Spoelstra: I’ve actually developed over the years part of our proprietary software, a statistical database. A lot of that is just to try to dig out any kinds of trends on other players and teams. It’s also how we evaluate our team. There’s been a lot of debate on whether you rely on stats too much. But we’ve always tried to be one of the more proactive teams in terms of technology. Really, it’s just a way of accumulating as much information as we can.
Q: Speaking of technology, Riley said, “This game is now about younger coaches who are technologically skilled, innovative and bring fresh new ideas.” Technology seems to go hand in hand nowadays with scouting and statistical analysis.
Spoelstra: It can, but you have to keep in mind that it ends up being about the players and their performance. When you’re coaching, it’s really about your interpersonal relationships with the players and their interactions with their teammates and opponents. It always ends up being about the 10 players on the court playing against each other.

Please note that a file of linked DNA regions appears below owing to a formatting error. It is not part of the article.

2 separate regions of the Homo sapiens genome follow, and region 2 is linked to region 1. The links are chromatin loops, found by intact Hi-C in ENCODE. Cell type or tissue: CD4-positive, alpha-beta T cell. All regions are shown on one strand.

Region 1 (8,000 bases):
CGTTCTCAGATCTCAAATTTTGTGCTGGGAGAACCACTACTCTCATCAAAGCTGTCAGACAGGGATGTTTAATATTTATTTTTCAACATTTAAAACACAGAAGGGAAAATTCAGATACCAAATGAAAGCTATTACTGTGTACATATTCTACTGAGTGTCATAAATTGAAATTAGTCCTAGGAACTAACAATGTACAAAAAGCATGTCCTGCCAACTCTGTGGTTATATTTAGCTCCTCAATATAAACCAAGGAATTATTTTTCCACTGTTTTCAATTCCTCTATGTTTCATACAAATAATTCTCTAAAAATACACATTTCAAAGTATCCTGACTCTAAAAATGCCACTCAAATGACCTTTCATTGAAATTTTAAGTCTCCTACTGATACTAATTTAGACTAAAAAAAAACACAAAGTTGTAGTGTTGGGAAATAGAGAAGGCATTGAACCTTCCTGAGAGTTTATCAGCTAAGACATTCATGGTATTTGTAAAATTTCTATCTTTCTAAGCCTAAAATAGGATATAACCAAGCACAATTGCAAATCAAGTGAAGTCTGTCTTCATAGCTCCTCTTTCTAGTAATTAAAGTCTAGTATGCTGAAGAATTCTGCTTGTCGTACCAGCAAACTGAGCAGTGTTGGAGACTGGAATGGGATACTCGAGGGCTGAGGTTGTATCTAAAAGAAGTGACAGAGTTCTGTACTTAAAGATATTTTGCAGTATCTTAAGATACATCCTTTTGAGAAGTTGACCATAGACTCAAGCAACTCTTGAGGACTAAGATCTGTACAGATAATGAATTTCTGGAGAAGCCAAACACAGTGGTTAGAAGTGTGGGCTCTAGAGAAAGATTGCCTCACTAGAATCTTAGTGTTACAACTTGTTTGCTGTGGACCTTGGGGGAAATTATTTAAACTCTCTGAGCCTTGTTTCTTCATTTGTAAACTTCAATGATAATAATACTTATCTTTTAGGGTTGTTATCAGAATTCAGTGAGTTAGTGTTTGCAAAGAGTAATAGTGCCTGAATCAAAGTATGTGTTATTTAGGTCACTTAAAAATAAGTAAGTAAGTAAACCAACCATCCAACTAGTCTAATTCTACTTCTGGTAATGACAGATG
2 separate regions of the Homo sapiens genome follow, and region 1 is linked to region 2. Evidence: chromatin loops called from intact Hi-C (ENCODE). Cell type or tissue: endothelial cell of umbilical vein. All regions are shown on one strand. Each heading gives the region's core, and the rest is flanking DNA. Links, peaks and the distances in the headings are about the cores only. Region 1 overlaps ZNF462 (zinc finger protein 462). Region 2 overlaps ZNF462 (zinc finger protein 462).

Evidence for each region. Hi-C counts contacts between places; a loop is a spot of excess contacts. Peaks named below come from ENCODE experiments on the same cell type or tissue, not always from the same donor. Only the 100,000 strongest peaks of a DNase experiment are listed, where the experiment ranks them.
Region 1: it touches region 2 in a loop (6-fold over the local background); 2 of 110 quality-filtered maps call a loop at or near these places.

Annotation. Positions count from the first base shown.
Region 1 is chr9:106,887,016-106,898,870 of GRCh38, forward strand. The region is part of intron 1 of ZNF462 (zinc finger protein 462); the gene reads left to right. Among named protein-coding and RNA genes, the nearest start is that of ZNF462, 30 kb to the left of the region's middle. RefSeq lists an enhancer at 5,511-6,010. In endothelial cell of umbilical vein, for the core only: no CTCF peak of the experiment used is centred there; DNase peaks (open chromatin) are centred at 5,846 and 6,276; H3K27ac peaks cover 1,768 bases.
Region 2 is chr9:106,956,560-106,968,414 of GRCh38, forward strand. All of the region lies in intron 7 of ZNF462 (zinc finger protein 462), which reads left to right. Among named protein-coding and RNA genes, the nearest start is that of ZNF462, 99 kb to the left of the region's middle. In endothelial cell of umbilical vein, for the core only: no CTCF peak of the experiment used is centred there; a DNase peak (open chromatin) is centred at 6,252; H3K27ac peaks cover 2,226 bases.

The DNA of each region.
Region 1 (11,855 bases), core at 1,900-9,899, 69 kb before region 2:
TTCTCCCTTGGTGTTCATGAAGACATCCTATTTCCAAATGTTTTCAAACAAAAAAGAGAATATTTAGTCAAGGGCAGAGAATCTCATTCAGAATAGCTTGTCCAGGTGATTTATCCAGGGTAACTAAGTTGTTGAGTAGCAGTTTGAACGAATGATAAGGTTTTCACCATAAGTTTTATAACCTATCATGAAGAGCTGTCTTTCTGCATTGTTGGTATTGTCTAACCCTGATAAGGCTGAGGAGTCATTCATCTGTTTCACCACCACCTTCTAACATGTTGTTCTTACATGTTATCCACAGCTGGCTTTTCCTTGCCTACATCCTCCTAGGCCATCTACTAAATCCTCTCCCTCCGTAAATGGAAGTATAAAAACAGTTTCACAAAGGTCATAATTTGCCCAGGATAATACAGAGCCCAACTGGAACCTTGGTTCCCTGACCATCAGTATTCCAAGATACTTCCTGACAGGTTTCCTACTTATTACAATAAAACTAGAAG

Q: How have you used technology with the players?
Spoelstra: I’m planning on putting our playbook (which in the past was 300 pages) in a notebook. The players will have to flip through it. It’s in paper. I’m also going to put that on an iTouch. You know that all these new guys coming into the league now are techno/gadget guys. They want the latest and greatest toy. We figure it’s another way to communicate with them and get more information to them. So, I’m putting our video playbook on there, diagrams of our plays, motivational quotes, articles that we’ve seen on our players, on players from other sports and even on people with interesting lives that we can relate to.
Q: It seems like a long way from the days of RED AUERBACH.
Spoelstra: Yeah, I guess. But even with all that we’re doing with technology, it’s still the game that’s being played, five-on-five, between those four lines.
Q: What’s the biggest challenge facing the NBA?